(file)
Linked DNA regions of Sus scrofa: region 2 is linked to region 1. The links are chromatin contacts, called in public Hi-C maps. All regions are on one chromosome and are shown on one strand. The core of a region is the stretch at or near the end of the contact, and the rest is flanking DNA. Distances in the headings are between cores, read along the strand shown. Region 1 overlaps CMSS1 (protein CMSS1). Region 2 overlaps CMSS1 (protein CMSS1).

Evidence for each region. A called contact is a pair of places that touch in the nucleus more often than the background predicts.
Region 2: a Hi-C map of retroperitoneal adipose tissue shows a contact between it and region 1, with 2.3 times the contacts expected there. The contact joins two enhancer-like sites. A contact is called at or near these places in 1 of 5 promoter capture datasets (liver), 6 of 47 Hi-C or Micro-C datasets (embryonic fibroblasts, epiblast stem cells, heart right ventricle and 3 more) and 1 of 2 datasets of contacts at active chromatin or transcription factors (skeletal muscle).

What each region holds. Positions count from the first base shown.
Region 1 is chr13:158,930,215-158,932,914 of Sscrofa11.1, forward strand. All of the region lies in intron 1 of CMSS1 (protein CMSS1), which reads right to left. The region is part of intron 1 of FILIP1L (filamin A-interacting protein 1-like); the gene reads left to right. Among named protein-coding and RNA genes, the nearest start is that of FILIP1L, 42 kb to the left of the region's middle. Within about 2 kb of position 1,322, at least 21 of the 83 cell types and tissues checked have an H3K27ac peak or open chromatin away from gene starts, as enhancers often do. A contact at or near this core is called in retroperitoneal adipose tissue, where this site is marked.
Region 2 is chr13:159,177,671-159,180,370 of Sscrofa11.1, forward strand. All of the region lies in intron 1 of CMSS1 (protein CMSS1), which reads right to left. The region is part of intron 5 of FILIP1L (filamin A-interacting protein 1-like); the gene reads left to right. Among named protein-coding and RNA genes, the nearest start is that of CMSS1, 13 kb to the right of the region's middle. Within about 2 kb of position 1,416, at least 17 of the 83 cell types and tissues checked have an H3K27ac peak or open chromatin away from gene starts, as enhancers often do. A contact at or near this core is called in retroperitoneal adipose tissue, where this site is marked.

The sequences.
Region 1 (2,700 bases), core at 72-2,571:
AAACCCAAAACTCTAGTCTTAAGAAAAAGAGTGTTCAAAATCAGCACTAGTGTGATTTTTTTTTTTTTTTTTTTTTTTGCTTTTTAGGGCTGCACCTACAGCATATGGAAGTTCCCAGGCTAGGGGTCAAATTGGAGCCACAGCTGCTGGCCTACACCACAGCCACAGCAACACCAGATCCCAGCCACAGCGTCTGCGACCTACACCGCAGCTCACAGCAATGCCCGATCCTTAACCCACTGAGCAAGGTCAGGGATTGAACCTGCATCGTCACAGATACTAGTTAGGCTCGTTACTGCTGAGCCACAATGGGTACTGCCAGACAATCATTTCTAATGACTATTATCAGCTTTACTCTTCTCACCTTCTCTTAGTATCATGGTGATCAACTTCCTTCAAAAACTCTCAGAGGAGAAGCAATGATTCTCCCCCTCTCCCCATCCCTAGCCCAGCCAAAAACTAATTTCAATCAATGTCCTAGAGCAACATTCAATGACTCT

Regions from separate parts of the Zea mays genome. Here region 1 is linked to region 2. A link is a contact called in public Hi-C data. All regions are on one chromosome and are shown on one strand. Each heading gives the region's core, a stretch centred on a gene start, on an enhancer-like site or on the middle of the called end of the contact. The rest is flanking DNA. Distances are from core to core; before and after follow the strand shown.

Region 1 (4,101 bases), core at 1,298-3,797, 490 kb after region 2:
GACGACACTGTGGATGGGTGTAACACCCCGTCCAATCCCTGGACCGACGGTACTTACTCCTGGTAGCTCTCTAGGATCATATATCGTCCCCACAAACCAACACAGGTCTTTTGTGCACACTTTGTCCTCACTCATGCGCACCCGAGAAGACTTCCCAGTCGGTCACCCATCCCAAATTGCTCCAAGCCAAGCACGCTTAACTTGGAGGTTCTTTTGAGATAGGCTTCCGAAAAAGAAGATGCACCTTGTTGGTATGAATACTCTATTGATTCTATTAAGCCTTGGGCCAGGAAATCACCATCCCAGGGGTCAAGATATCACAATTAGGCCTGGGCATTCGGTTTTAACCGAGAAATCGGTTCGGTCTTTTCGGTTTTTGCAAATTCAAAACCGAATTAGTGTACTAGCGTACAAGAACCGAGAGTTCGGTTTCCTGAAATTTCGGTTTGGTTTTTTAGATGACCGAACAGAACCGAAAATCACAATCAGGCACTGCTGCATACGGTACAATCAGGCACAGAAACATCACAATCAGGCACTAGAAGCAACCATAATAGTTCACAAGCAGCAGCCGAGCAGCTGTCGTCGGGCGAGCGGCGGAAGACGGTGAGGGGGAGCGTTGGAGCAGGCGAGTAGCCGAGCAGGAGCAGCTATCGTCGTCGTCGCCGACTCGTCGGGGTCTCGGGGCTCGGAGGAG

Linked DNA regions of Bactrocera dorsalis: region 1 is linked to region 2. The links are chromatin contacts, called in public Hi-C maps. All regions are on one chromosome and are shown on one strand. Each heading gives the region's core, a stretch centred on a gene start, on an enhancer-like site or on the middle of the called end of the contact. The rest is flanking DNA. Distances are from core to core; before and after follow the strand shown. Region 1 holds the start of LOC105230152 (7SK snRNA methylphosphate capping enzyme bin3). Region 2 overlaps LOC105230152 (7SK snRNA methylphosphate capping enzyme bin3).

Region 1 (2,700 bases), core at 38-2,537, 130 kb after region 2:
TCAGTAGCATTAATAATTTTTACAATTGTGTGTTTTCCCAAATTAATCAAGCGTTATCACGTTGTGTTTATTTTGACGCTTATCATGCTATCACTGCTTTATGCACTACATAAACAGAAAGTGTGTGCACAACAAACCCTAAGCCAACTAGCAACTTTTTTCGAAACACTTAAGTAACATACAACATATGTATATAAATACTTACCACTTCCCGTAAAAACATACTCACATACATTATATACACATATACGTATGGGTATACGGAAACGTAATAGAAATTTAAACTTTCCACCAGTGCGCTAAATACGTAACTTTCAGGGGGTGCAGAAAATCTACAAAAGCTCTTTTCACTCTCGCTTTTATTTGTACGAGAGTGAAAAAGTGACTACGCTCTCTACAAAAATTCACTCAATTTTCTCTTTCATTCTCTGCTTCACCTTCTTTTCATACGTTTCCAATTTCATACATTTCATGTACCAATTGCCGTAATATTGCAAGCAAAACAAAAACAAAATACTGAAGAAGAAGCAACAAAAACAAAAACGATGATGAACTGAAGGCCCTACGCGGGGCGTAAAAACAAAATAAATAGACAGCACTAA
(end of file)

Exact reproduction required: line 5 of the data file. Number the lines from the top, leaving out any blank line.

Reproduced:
Region 1 is chr13:158,930,215-158,932,914 of Sscrofa11.1, forward strand. All of the region lies in intron 1 of CMSS1 (protein CMSS1), which reads right to left. The region is part of intron 1 of FILIP1L (filamin A-interacting protein 1-like); the gene reads left to right. Among named protein-coding and RNA genes, the nearest start is that of FILIP1L, 42 kb to the left of the region's middle. Within about 2 kb of position 1,322, at least 21 of the 83 cell types and tissues checked have an H3K27ac peak or open chromatin away from gene starts, as enhancers often do. A contact at or near this core is called in retroperitoneal adipose tissue, where this site is marked.